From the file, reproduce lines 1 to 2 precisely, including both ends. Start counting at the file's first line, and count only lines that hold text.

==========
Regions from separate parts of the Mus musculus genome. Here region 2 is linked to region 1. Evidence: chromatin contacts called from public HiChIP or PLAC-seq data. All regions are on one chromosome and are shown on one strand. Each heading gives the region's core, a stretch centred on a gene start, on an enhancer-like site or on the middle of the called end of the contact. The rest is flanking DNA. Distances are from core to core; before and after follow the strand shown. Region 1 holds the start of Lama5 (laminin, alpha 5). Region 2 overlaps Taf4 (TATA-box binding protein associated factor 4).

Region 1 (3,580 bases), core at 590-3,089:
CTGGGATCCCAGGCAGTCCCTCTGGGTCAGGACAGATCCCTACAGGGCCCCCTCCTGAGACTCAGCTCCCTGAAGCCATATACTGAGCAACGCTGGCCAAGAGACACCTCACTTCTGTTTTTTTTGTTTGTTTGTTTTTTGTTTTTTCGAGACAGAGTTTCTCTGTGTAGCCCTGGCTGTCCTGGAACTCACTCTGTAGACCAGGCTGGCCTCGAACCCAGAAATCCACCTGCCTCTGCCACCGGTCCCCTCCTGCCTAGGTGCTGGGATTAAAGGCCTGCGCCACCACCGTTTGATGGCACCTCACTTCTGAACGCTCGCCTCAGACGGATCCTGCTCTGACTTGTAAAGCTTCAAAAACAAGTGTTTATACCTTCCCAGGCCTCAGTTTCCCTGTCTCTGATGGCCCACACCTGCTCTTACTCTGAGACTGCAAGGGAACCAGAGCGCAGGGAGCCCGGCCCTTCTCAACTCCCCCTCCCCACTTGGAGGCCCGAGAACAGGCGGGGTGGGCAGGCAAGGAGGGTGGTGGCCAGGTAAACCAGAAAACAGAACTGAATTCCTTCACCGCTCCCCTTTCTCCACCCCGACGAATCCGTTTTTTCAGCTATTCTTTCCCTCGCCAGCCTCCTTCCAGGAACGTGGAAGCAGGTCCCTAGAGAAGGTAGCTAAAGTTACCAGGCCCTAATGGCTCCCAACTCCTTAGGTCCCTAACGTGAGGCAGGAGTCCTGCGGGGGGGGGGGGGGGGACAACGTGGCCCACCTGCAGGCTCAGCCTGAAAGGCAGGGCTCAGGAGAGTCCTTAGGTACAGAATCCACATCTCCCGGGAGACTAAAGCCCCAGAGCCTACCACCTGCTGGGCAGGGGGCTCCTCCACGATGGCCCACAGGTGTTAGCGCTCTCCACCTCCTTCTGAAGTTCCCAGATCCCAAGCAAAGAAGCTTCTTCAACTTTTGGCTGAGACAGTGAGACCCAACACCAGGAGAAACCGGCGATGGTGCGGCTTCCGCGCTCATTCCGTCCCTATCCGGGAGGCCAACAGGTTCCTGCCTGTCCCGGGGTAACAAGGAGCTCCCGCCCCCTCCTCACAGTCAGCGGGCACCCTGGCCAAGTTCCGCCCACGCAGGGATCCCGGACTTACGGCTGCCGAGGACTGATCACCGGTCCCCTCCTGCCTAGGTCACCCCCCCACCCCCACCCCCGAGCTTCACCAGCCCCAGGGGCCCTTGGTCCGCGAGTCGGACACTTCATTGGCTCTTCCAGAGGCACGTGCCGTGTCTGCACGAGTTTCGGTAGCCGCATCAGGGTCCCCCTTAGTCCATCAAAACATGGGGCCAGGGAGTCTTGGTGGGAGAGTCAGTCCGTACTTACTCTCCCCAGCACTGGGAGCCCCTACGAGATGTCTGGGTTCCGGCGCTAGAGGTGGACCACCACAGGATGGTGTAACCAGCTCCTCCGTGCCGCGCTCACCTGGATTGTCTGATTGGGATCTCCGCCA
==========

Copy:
Regions from separate parts of the Mus musculus genome. Here region 2 is linked to region 1. Evidence: chromatin contacts called from public HiChIP or PLAC-seq data. All regions are on one chromosome and are shown on one strand. Each heading gives the region's core, a stretch centred on a gene start, on an enhancer-like site or on the middle of the called end of the contact. The rest is flanking DNA. Distances are from core to core; before and after follow the strand shown. Region 1 holds the start of Lama5 (laminin, alpha 5). Region 2 overlaps Taf4 (TATA-box binding protein associated factor 4).

Region 1 (3,580 bases), core at 590-3,089: